Adventures in Shangri-La

by Megan M. on August 18, 2006 (Blog) |

I promised a long, long time ago (about halfway through my trip, I think) that I’d post about these olive oil adventures I’d been having. So I’m going to do that now. There’s not a lot to it – just enough for me to remember and try to experiment accurately with – but it’s an interesting idea.

I’m not going to try and explain how it works. It has to do with your body weight set point and how your body decides to raise or lower that set point based on taste-calorie associations. For all of that, you’ll have to read the book or look it up on the web (the information might be floating around somewhere). But here’s what happened.

The day before I left for Wales, I drank a water bottle full of water, plus 400 calories of sugar. Nothing else – no lemon, nothing. Just sugar water. It gave a fun sugar high, but that high was nothing compared to the high I got from starting this book: The Shangri-La Diet, by Seth Roberts. It was very wacky. It was far too crazy. It was even crazier than something that would prompt you to say, “It’s so crazy, it just might work!” That crazy. Much too crazy. Ergo, incredibly fun!

I decided that with singing coming on I didn’t want to be guzzling sugar water every day, so I bought a bottle of olive oil to bring with me. Every day, an hour after consuming any kind of taste or food whatsoever, I’d drink three big gulps of olive oil. Then I’d wait another whole hour before consuming any kind of taste or food whatsoever, and then just go on with my day – eat whatever I pleased. I mean, within reason. Not trying to diet, not stuffing myself like a monster.

I did this every single day. Sometimes the novelty of drinking olive oil would make me feel a little bizarre (and sometimes icky). But it was over as quickly as it had begun and I just kept doing it, once a day.

After about a week I started to notice something weird. I’d been prepared for it, intellectually – but when it actually happened, it still took me by surprise.

I wasn’t hungry.

At all.


I started having to remind myself to eat, even if I wasn’t hungry – because if I didn’t remind myself, I wouldn’t eat, and at the end of the day I’d be dizzy and woozy from not having gotten any nutrition! I was all right for the first few days – I was sleeping all the time because of my jet lag, so it wasn’t an issue – but as soon as I started trying to really do anything, I had to make sure I got fed!

When I ate, it was new and interesting. It wasn’t about the quantity of food I could get into my tummy… it was suddenly about the quality, about the fabulous taste of things, instead of the bulk of them, “enough food” to keep me satisfied. I wouldn’t eat much – just something reasonable, and then I’d stop. I was eating far less, each meal, than I used to. Maybe even about half – it was strange and bizarre. And later that day, I’d still have to remind myself to eat.

This had a really neat effect on my day to day existence. All of a sudden, I didn’t spend half my day wondering what I was going to eat next. I didn’t sit around trying to concentrate, craving something like sugar and feeling bonkers. It was incredibly weird, and fabulous.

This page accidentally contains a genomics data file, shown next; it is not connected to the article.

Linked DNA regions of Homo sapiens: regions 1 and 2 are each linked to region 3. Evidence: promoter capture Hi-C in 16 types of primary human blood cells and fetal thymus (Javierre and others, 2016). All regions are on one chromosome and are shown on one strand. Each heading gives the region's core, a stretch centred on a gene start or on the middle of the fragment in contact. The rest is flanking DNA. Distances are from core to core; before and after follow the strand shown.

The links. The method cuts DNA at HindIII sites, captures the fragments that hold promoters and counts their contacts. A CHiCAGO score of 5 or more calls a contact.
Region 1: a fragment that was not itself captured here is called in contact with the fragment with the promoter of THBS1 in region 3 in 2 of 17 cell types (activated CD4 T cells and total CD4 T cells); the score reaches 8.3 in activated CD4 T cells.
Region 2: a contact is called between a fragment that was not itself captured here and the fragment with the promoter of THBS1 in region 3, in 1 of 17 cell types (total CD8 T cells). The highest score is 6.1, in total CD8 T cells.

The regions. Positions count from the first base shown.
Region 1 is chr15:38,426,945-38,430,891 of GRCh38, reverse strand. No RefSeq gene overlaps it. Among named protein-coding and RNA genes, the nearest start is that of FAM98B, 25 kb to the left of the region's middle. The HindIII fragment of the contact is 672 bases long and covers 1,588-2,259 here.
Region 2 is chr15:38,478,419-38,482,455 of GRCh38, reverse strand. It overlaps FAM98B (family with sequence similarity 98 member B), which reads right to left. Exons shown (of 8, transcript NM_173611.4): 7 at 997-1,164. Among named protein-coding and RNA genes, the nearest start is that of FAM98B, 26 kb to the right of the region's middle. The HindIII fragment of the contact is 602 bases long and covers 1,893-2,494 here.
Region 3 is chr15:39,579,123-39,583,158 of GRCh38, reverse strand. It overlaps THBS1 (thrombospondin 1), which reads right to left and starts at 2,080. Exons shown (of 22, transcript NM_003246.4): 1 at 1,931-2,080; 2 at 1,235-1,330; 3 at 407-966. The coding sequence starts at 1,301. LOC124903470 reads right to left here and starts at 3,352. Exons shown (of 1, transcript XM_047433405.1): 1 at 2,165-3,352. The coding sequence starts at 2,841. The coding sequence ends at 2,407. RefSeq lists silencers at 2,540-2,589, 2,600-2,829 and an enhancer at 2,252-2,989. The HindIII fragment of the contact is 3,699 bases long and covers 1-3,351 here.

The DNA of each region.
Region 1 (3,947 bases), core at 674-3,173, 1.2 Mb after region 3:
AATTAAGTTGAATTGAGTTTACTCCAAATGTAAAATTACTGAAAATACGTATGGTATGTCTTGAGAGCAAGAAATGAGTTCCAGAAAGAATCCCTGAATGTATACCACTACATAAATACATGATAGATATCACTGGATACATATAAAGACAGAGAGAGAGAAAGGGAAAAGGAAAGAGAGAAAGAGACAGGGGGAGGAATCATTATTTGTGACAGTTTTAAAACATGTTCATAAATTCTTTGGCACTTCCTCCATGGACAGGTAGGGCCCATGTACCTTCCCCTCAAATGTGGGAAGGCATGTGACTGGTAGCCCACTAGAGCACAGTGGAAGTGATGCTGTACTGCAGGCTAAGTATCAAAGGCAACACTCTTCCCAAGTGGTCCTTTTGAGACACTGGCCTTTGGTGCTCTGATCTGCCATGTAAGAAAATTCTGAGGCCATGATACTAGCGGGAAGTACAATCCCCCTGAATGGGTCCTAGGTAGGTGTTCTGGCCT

Shortly before I started competing that week, I stopped drinking the olive oil. I didn’t want to have to think about it while I was concentrating on performing, and I figured the effects would continue to last at least a little while. And as it turned out, after my parents got there, I had a little more money for food, so it wasn’t such a big deal, to be hungry.

A few days after I competed – about a week after I’d stopped drinking the olive oil, I started to get hungry again. It started very small – but it increased gradually until it got just about to where it was in the beginning. And I thought, when I get back to the States, I’m going to have to try this again, and see how it works.

So that’s what I’m doing.

Part of the theory is that the number of calories you consume in the form of sugar water or olive oil (and certain other kinds of oils) can’t hold a candle to the number of calories you save by not being obsessed with food – and I think it’s right. And I didn’t drop any pounds while I was gone – I was more interested in being able to afford to eat, and not starving all the time! But I think now I know why.

I was drinking far too much olive oil.

Those three big gulps? Totally not comparable to three or four tablespoons, which is about 400 calories. I was drinking maybe twice as much, maybe three times as much as I was supposed to. Which totally makes sense in light of having not dropped any pounds (in addition to my frequent Desserts in the Name of Relaxation), but also makes me a little concerned that the effect won’t be as dramatic this time, when I take the recommended amount instead of my drastic I-Don’t-Have-A-Tablespoon-Available dosage.

But… it might work just fine.

So I’m going to see what happens. Yay for self experimentation! Anyway, it’s a really interesting book. I hate reading books with ‘diet’ in the title, but the thing greatly amused me and you might get a kick out of it, too. And if you do pick up – let me know what you think, I’m interested. And I’ll keep y’all posted on my olive oil / sugar water experiment. :P

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